CEOs surveyed recently by The Conference Board expect a tepid business climate with slower growth for most of the year. The survey also found that 51% of CEOs worldwide and 60% of U.S. CEOs expect economies to pick back up by late 2023 or mid-2024.
The survey released Jan. 12 included responses from 700 CEOs and 400 other top executives across a wide range of sectors. The survey report also notes that while CEOs are bracing for economic downturn and possible recession, it’s the labor shortages and talent retention challenges that rank among their biggest immediate concerns. Other concerns raised by the survey participants include the external threat of more cyberattacks, economic sanction, further food and energy constraints brought on by the war in Ukraine.
Recession was the top external concern in 2023 among U.S. CEOs and abroad. Worry has escalated from a year ago according to The Conference Board who said recession fears ranked 6th on the list of concerns last year. Inflation amid rising interest rates and continued high prices for goods and services ranked as the No. 2 concern among the CEOs around the world, the survey noted.
Chinese CEOs were less concerned about inflation ranking it 7th in their list of concerns. China’s growth slowed to 3% last year, the slowest rate in more than 15 years brought on by its COVID-19 policies and industrial and trade shutdowns off and on over the past three years. The country of a billion-plus also showed population growth declined for the first time since the 1960s.
With rising interest rates, the cost of borrowing has escalated in the past year causing more U.S. CEOs worry. Higher interest rates ranked the fourth biggest worry for U.S. executives this year. The survey report said that has escalated from a ranking of 25 last year. Across the globe, CEOs ranked interest rate hikes the 10th biggest concern, up from 22nd a year ago.
While U.S. CEOs expect the economic slowing to turn by late 2023 or early 2023, executives in Japan and China are more pessimistic with growth expected to return later in 2024 or beyond.
While COVID-19 is in the rearview mirror for much of the world, CEOs in China continue to rank the virus as its No. 1 external challenge for this year. CEOs in Japan also still worry about the ongoing COVID virus, ranking it as their 3rd biggest worry this year, down from No. 1 last year. The report said U.S. executives ranked COVID threats lower this year at 18th on their list, falling from No. 4 last year.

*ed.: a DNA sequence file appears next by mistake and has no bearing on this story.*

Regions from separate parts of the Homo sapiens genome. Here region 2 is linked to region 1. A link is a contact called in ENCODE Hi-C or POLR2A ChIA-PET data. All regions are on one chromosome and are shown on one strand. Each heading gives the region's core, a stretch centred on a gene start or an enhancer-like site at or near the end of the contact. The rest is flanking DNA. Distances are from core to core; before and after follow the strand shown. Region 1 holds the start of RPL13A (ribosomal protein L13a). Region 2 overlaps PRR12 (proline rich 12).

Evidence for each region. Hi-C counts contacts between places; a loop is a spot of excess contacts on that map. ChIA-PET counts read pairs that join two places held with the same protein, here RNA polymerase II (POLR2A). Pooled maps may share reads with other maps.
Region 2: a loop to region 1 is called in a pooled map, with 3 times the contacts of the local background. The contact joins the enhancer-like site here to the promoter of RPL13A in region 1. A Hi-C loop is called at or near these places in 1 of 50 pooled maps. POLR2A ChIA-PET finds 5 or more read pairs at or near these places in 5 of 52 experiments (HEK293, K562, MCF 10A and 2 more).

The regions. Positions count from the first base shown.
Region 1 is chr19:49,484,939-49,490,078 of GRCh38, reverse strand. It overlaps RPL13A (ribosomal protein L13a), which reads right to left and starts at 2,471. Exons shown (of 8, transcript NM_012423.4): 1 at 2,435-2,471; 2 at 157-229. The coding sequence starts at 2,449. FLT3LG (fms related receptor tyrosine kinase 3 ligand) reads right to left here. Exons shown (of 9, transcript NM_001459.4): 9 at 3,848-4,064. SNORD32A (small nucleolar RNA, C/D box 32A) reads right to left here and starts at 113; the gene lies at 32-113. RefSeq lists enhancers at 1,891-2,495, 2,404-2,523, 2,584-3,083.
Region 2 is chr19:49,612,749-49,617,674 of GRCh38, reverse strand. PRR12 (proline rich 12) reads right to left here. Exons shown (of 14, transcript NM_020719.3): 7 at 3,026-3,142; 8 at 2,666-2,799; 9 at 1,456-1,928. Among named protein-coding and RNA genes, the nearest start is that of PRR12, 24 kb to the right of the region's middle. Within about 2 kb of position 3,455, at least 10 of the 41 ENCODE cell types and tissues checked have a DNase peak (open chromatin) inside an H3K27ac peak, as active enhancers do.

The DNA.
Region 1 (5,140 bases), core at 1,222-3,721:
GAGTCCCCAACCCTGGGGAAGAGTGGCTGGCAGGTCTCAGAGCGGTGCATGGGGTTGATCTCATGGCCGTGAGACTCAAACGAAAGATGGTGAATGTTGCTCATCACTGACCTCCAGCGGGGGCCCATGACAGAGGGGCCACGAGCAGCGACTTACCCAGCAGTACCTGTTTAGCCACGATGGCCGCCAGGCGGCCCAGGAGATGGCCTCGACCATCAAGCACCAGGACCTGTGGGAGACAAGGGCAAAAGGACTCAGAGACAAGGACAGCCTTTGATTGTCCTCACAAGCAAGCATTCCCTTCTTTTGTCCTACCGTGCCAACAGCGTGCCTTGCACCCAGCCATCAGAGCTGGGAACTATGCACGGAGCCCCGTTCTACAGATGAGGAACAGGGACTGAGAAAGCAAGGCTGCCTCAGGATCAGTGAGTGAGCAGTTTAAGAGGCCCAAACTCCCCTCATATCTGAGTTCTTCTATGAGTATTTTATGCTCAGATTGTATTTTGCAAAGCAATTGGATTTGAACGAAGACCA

“While CEOs globally are looking to contain costs and reduce discretionary spending – actions typically taken during a slowdown – employees may be able to breathe a sigh of relief, as few executives are turning to layoffs. Instead, they plan to mitigate risk by accelerating innovation and digital transformation, pursuing new opportunities in higher-growth markets, and revising business models – the three most-cited actions,” said Dana Peterson, chief economist at The Conference Board.
Looking at geopolitical disruptions, the war in Ukraine and its ongoing impact on business is pretty low among CEO executives, but understandably, CEOs in Europe and Asia remain highly concerned. European executives rank it 4th on their list of concerns, and 8th among Chinese business executives. Globally it’s viewed as the 15th biggest worry and the concern fell to 22 on the U.S. execs’ 2023 worry list.
“The risk of an intensifying war in Ukraine disrupting both the global economy and the world order may be much higher than many CEOs are anticipating. With only 17% of CEOs globally saying their organizations are either well prepared or very well prepared to deal with a crisis involving an expansion of the war in Ukraine, firms need to prepare for the potential ramifications of conflict escalation — even if such events seem unlikely,” said Dr. Lori Esposito Murray of The Conference Board.
Also, 68% of CEOs in the survey expect worsening energy crises and 65% predict continued higher food costs related to ongoing grain shortfalls out of the Ukraine as well as supply chain backlogs. The survey found two-thirds of respondents said they expected to alter supply chains within five years, moving to more localized sourcing and increasing use of artificial intelligence to make supply chains more resilient and less prone to disruption.
A majority of 67% of CEOs in the U.S. said they will invest in customer experience technology and personnel. Also, 55% of U.S. executives said they plan to invest in new customer acquisition and 51% will spend more on product development, despite company profits remaining under pressure. Corporate execs also said they will plan to invest in talent retention and attraction this year. Among CEOs globally, Talent ranks the top worry or CEOs worldwide. Among U.S. executives in the survey the talent worry ranked second behind recession.
“To attract and retain talent — the biggest internal worry of CEOs worldwide — leaders are focused on building stronger cultures. But some of the key factors that contribute to such an environment—including addressing pay inequality, development opportunities, and a psychologically safe workplace — are relatively low on their list of priorities. This presents an opportunity for C-suites to revisit their companies’ goals for strengthening organizational culture and the specific actions required to do so,” said Rebecca Ray of The Conference Board.